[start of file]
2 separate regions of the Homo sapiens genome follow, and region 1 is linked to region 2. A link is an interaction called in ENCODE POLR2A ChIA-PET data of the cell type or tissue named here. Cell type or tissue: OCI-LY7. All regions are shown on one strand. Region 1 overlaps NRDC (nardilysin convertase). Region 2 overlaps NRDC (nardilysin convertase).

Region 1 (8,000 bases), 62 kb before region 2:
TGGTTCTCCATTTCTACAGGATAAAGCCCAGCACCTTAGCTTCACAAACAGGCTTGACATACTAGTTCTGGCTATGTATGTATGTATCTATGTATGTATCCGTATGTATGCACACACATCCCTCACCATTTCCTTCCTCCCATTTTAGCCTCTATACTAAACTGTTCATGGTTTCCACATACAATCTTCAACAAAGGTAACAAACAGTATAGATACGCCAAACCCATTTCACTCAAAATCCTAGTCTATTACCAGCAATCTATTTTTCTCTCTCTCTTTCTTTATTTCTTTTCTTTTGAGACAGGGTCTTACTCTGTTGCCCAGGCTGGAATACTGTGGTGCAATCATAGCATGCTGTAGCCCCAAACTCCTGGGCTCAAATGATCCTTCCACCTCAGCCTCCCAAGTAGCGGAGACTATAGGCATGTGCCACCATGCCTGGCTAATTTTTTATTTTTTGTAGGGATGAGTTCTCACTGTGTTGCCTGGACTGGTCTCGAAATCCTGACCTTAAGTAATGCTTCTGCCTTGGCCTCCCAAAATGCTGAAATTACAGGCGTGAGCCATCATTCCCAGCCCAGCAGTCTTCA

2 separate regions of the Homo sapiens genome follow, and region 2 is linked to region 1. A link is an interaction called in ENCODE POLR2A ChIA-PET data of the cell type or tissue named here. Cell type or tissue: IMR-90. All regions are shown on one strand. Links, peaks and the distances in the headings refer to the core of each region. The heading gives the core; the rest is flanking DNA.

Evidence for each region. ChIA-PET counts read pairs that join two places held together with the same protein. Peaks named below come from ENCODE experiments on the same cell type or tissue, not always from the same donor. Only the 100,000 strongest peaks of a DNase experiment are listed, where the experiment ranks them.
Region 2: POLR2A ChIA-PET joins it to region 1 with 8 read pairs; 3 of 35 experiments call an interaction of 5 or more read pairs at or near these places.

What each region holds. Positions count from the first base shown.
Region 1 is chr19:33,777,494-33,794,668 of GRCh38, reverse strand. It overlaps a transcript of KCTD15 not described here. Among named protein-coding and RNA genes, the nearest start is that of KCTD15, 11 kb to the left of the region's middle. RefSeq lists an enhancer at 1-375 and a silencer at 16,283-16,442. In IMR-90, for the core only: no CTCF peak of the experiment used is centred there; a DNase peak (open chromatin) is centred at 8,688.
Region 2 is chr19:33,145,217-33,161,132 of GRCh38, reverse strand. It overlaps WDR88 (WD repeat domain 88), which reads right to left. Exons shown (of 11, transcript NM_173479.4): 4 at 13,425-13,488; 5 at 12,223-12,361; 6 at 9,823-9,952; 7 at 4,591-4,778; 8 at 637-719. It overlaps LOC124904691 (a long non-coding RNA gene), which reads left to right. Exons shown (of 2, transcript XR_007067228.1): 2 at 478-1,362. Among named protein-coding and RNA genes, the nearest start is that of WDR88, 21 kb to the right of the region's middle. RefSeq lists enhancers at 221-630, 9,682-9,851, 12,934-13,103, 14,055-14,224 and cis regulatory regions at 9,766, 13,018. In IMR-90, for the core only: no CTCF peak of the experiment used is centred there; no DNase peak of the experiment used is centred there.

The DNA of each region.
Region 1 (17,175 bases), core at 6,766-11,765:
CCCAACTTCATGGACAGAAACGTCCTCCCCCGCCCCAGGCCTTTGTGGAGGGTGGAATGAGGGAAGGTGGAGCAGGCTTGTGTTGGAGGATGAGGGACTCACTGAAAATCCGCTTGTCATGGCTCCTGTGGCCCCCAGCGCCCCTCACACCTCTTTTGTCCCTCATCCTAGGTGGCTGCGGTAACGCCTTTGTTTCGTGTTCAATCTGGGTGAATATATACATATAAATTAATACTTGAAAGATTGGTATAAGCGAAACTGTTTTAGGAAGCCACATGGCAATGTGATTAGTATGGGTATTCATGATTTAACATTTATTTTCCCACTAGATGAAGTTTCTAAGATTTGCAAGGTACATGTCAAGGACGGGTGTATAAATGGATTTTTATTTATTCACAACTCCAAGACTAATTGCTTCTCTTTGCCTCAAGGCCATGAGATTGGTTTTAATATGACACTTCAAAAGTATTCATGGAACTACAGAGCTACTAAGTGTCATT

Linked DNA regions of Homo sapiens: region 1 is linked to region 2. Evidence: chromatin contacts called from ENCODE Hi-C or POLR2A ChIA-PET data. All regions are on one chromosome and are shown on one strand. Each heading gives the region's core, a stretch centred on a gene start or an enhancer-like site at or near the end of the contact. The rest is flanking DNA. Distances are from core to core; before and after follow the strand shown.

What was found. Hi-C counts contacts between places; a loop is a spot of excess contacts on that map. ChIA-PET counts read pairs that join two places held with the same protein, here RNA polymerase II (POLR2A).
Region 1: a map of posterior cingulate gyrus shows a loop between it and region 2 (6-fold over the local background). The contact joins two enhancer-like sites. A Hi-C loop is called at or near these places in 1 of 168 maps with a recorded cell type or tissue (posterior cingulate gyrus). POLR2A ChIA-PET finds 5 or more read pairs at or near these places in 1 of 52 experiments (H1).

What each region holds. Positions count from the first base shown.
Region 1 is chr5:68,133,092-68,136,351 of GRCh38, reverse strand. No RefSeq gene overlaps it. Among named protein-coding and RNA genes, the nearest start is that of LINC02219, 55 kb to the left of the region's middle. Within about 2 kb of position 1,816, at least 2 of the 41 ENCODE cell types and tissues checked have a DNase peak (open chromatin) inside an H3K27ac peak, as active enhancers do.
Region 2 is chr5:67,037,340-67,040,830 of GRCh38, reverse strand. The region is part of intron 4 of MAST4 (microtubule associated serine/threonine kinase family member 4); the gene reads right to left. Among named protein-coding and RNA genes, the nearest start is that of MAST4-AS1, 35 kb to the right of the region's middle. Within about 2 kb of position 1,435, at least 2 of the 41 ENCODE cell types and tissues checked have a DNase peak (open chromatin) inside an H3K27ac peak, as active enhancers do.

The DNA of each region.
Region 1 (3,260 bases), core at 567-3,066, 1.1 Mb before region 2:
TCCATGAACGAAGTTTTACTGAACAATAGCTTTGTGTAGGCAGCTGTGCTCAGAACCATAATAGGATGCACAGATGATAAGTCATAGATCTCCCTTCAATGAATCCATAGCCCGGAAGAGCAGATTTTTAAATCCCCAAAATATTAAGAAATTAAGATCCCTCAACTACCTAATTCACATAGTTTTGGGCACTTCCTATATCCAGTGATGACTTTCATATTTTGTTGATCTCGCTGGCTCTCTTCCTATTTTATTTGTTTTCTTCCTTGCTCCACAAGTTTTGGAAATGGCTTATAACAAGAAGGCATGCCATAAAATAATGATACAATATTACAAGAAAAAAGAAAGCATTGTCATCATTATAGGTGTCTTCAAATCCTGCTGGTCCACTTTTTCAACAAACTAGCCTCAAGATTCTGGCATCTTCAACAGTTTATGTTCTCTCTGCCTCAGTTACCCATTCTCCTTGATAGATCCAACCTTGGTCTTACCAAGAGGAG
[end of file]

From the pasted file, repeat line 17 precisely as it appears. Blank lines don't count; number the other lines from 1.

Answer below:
Region 1 is chr5:68,133,092-68,136,351 of GRCh38, reverse strand. No RefSeq gene overlaps it. Among named protein-coding and RNA genes, the nearest start is that of LINC02219, 55 kb to the left of the region's middle. Within about 2 kb of position 1,816, at least 2 of the 41 ENCODE cell types and tissues checked have a DNase peak (open chromatin) inside an H3K27ac peak, as active enhancers do.